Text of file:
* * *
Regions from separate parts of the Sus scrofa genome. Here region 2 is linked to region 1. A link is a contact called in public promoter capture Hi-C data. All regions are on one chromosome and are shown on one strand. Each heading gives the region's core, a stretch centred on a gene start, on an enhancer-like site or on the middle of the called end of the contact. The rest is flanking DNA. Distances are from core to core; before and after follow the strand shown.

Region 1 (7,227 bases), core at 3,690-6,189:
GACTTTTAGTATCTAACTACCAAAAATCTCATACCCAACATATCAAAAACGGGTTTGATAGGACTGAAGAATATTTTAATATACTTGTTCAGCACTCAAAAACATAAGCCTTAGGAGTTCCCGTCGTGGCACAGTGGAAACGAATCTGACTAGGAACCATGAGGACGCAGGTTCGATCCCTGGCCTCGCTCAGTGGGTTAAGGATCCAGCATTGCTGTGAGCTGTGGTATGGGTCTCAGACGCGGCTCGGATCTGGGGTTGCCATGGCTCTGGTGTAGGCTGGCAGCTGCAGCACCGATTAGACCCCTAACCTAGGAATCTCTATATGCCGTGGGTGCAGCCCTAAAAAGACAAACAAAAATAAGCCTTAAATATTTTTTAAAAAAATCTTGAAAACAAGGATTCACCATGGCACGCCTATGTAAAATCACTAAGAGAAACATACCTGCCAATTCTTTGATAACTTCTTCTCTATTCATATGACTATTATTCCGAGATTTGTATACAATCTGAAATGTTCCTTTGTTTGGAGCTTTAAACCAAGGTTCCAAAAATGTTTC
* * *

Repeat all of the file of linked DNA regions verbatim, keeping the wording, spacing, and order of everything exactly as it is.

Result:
Regions from separate parts of the Sus scrofa genome. Here region 2 is linked to region 1. A link is a contact called in public promoter capture Hi-C data. All regions are on one chromosome and are shown on one strand. Each heading gives the region's core, a stretch centred on a gene start, on an enhancer-like site or on the middle of the called end of the contact. The rest is flanking DNA. Distances are from core to core; before and after follow the strand shown.

Region 1 (7,227 bases), core at 3,690-6,189:
GACTTTTAGTATCTAACTACCAAAAATCTCATACCCAACATATCAAAAACGGGTTTGATAGGACTGAAGAATATTTTAATATACTTGTTCAGCACTCAAAAACATAAGCCTTAGGAGTTCCCGTCGTGGCACAGTGGAAACGAATCTGACTAGGAACCATGAGGACGCAGGTTCGATCCCTGGCCTCGCTCAGTGGGTTAAGGATCCAGCATTGCTGTGAGCTGTGGTATGGGTCTCAGACGCGGCTCGGATCTGGGGTTGCCATGGCTCTGGTGTAGGCTGGCAGCTGCAGCACCGATTAGACCCCTAACCTAGGAATCTCTATATGCCGTGGGTGCAGCCCTAAAAAGACAAACAAAAATAAGCCTTAAATATTTTTTAAAAAAATCTTGAAAACAAGGATTCACCATGGCACGCCTATGTAAAATCACTAAGAGAAACATACCTGCCAATTCTTTGATAACTTCTTCTCTATTCATATGACTATTATTCCGAGATTTGTATACAATCTGAAATGTTCCTTTGTTTGGAGCTTTAAACCAAGGTTCCAAAAATGTTTC